How Simone Biles braved kidney stone that left her crawling in pain to dominate world championships

When a CT scan revealed a kidney stone, Simone Biles discharged herself from the hospital, telling the staff she'll deal with the pain later

                            How Simone Biles braved kidney stone that left her crawling in pain to dominate world championships
Simone Biles competes in the floor exercise during the Senior Women's competition of the US Gymnastics Championships (Photo by Jamie Squire/Getty Images)

Team USA gymnast Simone Biles thanked her fans for their “love and support” after her withdrawal from the individual all-around final at the Tokyo Olympics. “The outpouring love and support I’ve received has made me realize I’m more than my accomplishments and gymnastics which I never truly believed before,” she wrote on Twitter on July 28.

Biles’ decision to withdraw that left fans shocked and heartbroken stemmed from mental health concerns. "After further medical evaluation, Simone Biles has withdrawn from the final individual all-around competition at the Tokyo Olympic Games, in order to focus on her mental health," USA Gymnastics said in a statement. "We wholeheartedly support Simone's decision and applaud her bravery in prioritizing her well-being. Her courage shows, yet again, why she is a role model for so many."


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Initially, Biles’ withdrawal from the Games made many question her physical fitness. But Biles said that while she had hoped to compete for herself, she “felt like I was still doing it for other people.” She added, “So that just, like, hurts my heart, because doing what I love has been kind of taken away from me to please other people.”

Biles also said, “Today it’s like, you know what, no, I don’t want to do something stupid and get hurt. And it’s just not worth it, especially when you have three amazing athletes that can step up to the plate and do it. Not worth it.” She added, “At the end of the day, we’re human, too, so we have to protect our mind and our body rather than just go out there and do what the world wants us to do. With the year that it’s been, I’m really not surprised how it played out.”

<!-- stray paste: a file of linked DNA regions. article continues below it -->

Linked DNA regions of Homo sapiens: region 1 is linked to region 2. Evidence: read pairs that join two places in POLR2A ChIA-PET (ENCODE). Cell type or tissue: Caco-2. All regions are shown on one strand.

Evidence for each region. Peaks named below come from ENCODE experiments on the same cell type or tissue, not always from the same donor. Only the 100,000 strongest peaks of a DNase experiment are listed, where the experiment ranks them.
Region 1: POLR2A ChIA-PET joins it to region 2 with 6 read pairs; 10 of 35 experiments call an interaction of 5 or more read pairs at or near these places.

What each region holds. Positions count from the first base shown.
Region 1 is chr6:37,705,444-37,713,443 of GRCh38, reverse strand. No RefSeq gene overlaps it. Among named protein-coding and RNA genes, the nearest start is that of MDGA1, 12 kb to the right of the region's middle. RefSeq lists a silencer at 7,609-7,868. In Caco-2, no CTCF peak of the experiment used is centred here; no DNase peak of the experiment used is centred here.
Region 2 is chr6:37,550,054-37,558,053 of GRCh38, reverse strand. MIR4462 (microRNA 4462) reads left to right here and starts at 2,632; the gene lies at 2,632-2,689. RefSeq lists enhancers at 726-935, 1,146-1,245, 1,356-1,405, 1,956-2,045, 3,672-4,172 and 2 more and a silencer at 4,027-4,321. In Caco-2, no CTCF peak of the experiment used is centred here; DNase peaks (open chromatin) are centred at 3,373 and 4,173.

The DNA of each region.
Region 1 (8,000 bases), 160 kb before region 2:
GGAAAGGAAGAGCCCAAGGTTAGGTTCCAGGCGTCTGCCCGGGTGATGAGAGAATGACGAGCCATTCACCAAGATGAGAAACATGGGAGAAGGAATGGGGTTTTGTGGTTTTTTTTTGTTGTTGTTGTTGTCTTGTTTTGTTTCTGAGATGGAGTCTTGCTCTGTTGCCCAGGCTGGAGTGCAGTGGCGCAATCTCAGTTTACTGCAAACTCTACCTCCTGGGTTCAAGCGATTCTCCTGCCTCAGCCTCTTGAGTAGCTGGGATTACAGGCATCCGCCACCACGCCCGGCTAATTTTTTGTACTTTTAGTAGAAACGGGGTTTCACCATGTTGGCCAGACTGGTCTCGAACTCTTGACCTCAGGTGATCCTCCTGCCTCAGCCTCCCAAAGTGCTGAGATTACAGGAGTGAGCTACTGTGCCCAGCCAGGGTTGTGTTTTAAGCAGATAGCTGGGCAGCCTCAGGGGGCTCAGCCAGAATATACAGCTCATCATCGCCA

And when Biles says it, one best believes it. For she knows a thing or two about putting her body under strain in the name of sporting glory.

How Simone Biles dominated despite kidney stone

In October 2018, Biles was in an emergency room in Doha with kidney stone problems less than 24 hours before she was to compete in qualifying for the world gymnastics championships. At the time, she said on social media, "Nothing like a late-night ER visit less than 24 hrs before world championships," and, "This kidney stone can wait....doing it for my team! ...I'll be Gucci girls!"


Despite her cheery demeanor, however, she was in agony, which at times reportedly left her crawling on the floor. When a CT scan revealed a kidney stone, she, however, discharged herself from the hospital, telling the staff she'll deal with the pain later. "I heard roller coasters might help kidney stones," Biles said. "And I'm like 'Well, I'm basically like my own little rollercoaster out there'."

At the championship, she had the highest scores on uneven bars, floor exercise, and vault. But there was a lot going on behind the scenes before the event that could have hampered her chances and likely affected her mental health.

The Associated Press reported that Biles was initially concerned she had appendicitis, which would have forced her to sit out the competition entirely. While she was relieved to find out it wasn’t so, she also couldn't be treated with the same pain medication typically given to those dealing with kidney stones because it would put her in jeopardy of failing a drug test. "The adrenaline definitely helped because even when I'm walking or doing some stretches, I'm in a bit of pain," she said. "So adrenaline helps."

But that’s history now. Like Naomi Osaka, who put her mental health ahead of sports, Biles is no longer willing to put her body and mind through pain just for metal medals. Steve Magness, a performance coach for Olympians and the author of 'Real Toughness' told the New York Times, “We have a fundamental misconception of what it means to be tough. It’s not gritting our teeth through everything; it’s having the space to make the right choice despite pressure, stress, and fatigue.”